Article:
It does not serve us to shield the fact that the maritime industry in Washington state is struggling. The ship count is down, cargo loads have not recovered like nearly every other port in the US, and we’ve been experiencing a long slide downward for thirty years as we’ve voluntarily donned the yoke of fearful bureaucracy, stagnation, and under-investment. The Northwest Seaport Alliance is trailing with a negative 27% growth rate since 2006, measuring year-on-year container volume growth. Some lines of business are doing fine (cruise, RO/RO), but I look at the aggregate activity, and it’s clear that we’re in decline and lacking deep, sustaining investment.

Northwest Seaport Alliance growth chart
Source: Pacific Merchant Shipping Association. My goal is to help invert this graph.

The question is, what do we do about it? I think we start by acknowledging that we have entered silos that tend to ossify slowly amidst retraction almost without notice. There are systemic problems here that I believe are untangled only with collaboration and trust – so easy, right? Imagine going to work on Monday and having someone tell you our new strategy is collaboration and trust when what you really need is a bunch of trucks. Inverting this graph is a decision made by people energized by a mission. I believe in this.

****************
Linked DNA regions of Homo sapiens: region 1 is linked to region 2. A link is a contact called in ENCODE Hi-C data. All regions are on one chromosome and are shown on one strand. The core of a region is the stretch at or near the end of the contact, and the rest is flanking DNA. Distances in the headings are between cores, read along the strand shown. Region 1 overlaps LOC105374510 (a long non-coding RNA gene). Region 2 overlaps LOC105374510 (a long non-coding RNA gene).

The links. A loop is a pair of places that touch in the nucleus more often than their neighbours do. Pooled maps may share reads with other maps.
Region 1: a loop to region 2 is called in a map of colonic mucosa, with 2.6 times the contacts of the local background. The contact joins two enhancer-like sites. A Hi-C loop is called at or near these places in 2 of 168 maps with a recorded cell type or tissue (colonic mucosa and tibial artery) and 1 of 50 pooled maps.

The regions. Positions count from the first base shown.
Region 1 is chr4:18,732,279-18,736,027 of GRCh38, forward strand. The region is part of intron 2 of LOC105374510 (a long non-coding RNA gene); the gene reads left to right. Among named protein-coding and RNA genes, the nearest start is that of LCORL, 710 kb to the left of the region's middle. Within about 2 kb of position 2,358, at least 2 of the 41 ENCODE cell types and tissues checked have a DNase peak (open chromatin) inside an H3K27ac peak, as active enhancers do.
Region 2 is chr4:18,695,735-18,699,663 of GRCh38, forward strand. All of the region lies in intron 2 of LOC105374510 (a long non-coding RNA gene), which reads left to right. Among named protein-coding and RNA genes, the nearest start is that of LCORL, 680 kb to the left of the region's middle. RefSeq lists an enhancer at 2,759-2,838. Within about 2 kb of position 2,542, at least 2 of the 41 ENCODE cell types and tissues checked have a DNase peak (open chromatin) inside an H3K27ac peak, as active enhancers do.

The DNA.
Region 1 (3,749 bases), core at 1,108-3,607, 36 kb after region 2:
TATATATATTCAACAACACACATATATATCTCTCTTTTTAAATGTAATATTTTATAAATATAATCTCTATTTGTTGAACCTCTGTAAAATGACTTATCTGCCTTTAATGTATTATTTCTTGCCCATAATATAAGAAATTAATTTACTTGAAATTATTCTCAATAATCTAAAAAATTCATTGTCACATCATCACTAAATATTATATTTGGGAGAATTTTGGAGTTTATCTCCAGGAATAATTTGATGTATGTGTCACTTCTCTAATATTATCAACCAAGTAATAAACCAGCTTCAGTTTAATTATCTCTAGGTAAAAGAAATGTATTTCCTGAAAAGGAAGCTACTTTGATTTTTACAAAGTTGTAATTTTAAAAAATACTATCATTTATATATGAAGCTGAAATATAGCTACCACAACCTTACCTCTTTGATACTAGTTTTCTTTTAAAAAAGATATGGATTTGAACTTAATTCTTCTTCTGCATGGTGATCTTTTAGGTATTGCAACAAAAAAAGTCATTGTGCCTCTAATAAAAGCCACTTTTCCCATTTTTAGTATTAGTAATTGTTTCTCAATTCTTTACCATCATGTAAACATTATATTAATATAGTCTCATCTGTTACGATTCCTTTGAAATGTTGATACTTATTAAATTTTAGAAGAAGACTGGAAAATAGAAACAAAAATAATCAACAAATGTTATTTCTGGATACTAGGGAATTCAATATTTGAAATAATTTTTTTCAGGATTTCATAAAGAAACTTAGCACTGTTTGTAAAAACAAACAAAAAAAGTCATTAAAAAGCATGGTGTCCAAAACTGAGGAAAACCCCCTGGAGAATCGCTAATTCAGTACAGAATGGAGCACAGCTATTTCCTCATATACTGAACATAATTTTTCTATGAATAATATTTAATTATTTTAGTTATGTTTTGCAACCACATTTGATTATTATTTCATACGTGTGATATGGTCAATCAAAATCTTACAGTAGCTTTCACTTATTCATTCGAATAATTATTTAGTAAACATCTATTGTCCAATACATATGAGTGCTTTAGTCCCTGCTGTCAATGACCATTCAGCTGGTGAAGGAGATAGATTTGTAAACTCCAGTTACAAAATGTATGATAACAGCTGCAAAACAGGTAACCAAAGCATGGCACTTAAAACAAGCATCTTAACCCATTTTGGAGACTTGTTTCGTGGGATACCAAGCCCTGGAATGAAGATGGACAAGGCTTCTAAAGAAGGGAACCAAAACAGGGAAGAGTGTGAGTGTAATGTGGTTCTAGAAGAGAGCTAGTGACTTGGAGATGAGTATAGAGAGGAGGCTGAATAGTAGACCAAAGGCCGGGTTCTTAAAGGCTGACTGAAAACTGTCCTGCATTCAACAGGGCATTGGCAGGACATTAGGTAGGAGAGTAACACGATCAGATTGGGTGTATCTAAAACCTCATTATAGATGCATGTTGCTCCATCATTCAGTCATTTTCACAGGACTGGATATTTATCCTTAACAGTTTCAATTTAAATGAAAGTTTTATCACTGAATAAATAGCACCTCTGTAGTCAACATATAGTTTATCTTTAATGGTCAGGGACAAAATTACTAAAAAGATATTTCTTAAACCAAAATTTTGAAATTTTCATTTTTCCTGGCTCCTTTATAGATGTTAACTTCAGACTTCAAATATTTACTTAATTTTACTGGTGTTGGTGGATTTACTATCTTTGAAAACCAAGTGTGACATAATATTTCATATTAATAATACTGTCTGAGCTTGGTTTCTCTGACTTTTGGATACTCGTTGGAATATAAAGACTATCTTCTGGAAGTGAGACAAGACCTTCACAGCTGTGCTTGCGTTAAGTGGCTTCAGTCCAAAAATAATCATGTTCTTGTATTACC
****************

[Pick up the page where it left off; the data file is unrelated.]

No software can solve this unless the people involved are committed to sharing ideas and information vital to telling the whole story. What bothers me is that I genuinely believe that we’re best at this. I say this because I’ve been stationed in many places and seen many ports operate around the country, so I approach this as a relatively objective outsider.

Follow-up question: Do we want to do anything about it? If Harbor Island becomes a theme park in the next 20 years, we’ll have our answer. However, it’s a valid question.

Our geography should be a significant selling point, as should our access to innovation, abundant clean energy, and incredible safety record. We know how to do this right, yet the narrative seems to be that we need more regulation, restrictions, and oversight by people who lack a basic understanding of what it takes to bring a ship across an ocean and into port. I have been shocked by the power and influence of industry consultants and overseers who couldn’t tell me the difference between a dead cat and a dead reckoning.

Author, exuding maritime dominance.

I am desperate for us to be heard. We have a world-class story, and I don’t think it’s getting out comprehensively. The truth is that PacNW Maritime is the jewel of the industry. That may sound corny, but I believe it. It’s hard to watch it struggle when it could be such a potent driver of the future and provide so much for so many people, including jobs with purpose and dignity, while we fulfill the most pressing needs of our civilization.